The INTP who suffers from diminished use of Extraverted Intuition is likely to be very cutting and derisive towards people who express disagreement with the INTP. Without a sufficiently diverse perception of the Extraverted world, the INTP is unlikely to understand the principles of human interaction, and is unlikely to recognize the tremendous value of getting along with others and having good relationships.
For example, an INTP that I know (Bob) and his wife recently adopted a 7 year old girl (Kelly). The family lives in a foreign country and makes it back to the U.S. for Christmas most years. Last year, Bob’s relatives from the U.S. spoiled Kelly with lots of Christmas gifts to let her know that she was welcome and valued in their family. When Bob and his family left the country after Christmas, they did not bring any of Kelly’s Christmas gifts with them. Bob’s relatives were all extremely hurt and upset by this fact. When they confronted Bob about this, he claimed that they were wrong. He said that he had done the packing himself and was sure that nothing had been left behind. Bob’s family has a large stack of clothes and toys that were meant for Kelly, but Bob insists to this day that they are wrong. He is not seeing the situation objectively with Extraverted Intuition. Rather, he dismisses the evidence because it doesn’t support his own vision of himself or of that particular situation.
The INTP’s inferior (fourth) function is Extraverted Feeling. This means that the INTP is not naturally in tune with how other people are feeling, or with social expectations. In fact, the INTP is likely to reject the importance of social rituals, rules, and expectations.
This is a natural weak point for the INTP, which no doubt causes strife to the INTP and their love partner. This weakness can be overcome by developing their Extraverted Intuition to the point that they can perceive Feeling type expectations in the external world. They don’t have to use Extraverted Feeling to understand how to act in situations.
They can perceive the expected behavior from their Extraverted Intuition function. However, if they are restricting their incoming data to only those things that support their existing way of life, then they are not learning from Extraverted Intuition at all. They are not growing their understanding of social and intimate behaviors – rather, they are reducing the importance of this type of understanding to their own life. In these situations, INTP’s shy away from very close personal relationships, and feel more vulnerable and less sure of themselves in situations that involve expressing their emotions. In extreme cases, they reject social interaction entirely. They tend to dislike everyone, and interact with the world with the primary purpose of getting rid of the offending person. Most INTP’s will have bad days during which they don’t much feel like dealing with people. The problem occurs when every day becomes a bad day.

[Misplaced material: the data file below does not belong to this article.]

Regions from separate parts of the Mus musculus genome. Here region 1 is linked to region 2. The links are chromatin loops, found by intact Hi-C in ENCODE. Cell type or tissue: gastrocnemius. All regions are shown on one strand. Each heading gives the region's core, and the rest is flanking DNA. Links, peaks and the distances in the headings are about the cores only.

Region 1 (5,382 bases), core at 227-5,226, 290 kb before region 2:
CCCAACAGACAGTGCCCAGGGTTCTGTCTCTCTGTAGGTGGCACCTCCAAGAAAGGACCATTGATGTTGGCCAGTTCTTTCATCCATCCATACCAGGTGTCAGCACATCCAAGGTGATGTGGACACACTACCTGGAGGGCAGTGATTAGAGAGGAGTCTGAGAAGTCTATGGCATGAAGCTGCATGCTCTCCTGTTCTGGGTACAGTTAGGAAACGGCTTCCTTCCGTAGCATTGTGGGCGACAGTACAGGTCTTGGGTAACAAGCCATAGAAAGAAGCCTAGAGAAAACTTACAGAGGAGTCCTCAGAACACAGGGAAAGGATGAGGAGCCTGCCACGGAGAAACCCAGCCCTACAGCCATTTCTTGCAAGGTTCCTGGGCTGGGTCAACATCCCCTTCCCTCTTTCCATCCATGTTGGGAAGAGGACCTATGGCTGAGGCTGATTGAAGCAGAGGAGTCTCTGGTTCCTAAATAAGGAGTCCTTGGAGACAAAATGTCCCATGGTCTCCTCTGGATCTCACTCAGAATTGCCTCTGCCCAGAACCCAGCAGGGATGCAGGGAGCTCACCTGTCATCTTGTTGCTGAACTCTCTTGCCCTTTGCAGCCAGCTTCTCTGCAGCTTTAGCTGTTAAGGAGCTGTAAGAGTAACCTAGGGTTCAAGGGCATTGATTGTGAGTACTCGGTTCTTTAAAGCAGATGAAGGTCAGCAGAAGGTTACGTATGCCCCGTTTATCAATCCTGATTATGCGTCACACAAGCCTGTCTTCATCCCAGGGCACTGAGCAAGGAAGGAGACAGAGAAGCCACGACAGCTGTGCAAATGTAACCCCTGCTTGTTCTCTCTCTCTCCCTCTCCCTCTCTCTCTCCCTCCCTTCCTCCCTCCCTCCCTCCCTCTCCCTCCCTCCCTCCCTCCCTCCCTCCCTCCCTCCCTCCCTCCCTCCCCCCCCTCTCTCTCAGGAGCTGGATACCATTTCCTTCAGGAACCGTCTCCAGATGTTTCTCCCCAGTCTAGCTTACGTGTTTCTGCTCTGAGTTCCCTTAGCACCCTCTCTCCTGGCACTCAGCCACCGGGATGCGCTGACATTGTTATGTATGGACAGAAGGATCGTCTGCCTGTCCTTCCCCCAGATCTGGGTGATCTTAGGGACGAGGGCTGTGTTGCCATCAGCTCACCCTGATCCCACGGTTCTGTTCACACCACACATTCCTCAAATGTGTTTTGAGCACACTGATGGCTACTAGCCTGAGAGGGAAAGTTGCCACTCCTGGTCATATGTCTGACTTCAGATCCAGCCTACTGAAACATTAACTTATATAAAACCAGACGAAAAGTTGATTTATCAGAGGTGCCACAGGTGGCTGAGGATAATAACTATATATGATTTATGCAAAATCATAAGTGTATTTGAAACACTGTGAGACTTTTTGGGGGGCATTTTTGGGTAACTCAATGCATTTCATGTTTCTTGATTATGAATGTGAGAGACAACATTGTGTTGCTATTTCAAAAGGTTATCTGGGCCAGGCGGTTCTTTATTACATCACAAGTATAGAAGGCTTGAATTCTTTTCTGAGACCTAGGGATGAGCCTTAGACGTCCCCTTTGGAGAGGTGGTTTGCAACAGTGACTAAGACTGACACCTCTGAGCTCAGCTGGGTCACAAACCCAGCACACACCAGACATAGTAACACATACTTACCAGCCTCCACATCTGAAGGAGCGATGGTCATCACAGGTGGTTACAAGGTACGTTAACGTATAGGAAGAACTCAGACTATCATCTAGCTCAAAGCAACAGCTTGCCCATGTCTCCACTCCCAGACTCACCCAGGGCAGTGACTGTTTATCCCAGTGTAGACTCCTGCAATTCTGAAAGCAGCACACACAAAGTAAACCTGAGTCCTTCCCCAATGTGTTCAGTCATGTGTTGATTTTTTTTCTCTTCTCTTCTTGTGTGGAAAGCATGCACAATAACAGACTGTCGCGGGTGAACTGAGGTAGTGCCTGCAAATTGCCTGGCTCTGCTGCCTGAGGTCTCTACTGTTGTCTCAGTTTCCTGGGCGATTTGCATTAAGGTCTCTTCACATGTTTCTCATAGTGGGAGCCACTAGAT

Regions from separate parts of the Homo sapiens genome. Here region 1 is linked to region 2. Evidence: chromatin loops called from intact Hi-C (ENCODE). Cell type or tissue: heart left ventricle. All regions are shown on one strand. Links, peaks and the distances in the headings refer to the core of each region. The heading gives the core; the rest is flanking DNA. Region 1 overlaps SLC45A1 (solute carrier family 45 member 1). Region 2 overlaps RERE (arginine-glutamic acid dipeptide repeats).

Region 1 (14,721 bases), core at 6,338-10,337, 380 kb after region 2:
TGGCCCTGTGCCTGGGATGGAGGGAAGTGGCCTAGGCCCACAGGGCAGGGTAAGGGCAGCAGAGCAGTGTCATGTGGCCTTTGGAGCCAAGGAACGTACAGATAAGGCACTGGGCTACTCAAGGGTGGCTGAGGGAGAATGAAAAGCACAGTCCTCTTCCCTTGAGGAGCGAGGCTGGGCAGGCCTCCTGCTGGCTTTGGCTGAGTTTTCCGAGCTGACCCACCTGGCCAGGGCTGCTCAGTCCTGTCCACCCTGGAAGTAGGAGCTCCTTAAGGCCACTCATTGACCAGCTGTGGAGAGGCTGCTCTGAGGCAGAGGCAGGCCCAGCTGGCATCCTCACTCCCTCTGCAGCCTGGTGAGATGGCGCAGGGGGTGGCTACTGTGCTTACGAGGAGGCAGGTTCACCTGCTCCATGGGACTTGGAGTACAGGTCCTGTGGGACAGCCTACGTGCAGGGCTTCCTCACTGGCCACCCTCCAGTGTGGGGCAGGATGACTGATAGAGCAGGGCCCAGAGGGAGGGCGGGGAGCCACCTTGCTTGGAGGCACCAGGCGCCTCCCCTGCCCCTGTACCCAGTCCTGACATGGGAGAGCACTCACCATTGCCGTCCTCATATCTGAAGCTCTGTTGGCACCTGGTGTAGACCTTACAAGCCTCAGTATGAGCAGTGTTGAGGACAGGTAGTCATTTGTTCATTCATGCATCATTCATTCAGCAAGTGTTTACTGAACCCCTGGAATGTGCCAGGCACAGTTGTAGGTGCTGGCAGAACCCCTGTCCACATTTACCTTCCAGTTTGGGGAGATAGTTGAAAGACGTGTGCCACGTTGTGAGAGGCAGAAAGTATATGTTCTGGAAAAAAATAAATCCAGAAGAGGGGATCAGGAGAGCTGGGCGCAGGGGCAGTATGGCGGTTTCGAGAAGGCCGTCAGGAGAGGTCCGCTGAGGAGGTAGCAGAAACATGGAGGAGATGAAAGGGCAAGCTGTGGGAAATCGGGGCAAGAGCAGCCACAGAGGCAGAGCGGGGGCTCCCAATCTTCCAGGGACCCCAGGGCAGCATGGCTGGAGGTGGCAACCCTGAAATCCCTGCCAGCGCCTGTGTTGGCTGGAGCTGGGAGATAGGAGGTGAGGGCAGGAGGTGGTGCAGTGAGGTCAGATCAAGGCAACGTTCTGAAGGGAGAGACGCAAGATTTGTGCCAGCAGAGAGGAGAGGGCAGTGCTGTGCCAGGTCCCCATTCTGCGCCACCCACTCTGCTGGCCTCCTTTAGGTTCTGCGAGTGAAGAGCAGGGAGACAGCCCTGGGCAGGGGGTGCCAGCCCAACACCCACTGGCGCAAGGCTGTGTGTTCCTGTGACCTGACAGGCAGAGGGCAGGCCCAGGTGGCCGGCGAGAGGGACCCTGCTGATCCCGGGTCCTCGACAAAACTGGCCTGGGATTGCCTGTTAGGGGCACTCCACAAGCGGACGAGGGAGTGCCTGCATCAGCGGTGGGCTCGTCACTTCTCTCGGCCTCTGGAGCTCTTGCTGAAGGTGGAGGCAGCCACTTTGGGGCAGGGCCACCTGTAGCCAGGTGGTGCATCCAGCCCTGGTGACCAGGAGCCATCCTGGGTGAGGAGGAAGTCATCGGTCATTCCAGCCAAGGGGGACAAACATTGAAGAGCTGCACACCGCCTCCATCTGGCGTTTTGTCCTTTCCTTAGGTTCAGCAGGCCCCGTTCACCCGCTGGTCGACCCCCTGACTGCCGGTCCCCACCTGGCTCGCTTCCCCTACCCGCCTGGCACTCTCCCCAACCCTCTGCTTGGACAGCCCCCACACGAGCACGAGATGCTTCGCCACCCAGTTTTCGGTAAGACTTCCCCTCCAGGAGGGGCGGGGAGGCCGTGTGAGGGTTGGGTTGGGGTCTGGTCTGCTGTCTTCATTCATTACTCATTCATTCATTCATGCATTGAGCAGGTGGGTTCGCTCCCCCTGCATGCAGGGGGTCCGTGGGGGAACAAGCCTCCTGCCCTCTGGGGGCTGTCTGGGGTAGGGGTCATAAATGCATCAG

To grow as an individual, the INTP needs to focus on taking in as much information as possible through Extraverted Intuition. He or she needs to allow themselves to get into situations that they aren’t necessarily comfortable with, or that are different from the situations that they would normally choose in life. The INTP learns from experience, so the best way for the INTP to grow as a person is to open him or herself to new experiences. Be aware of the tendency to want to run out and do something “new” that is actually just a different opportunity to exercise a known skill. Your task, as a person interested in personal growth, is to understand the world in a truly objective fashion, and how you fit into the world, rather than how the world fits into your life.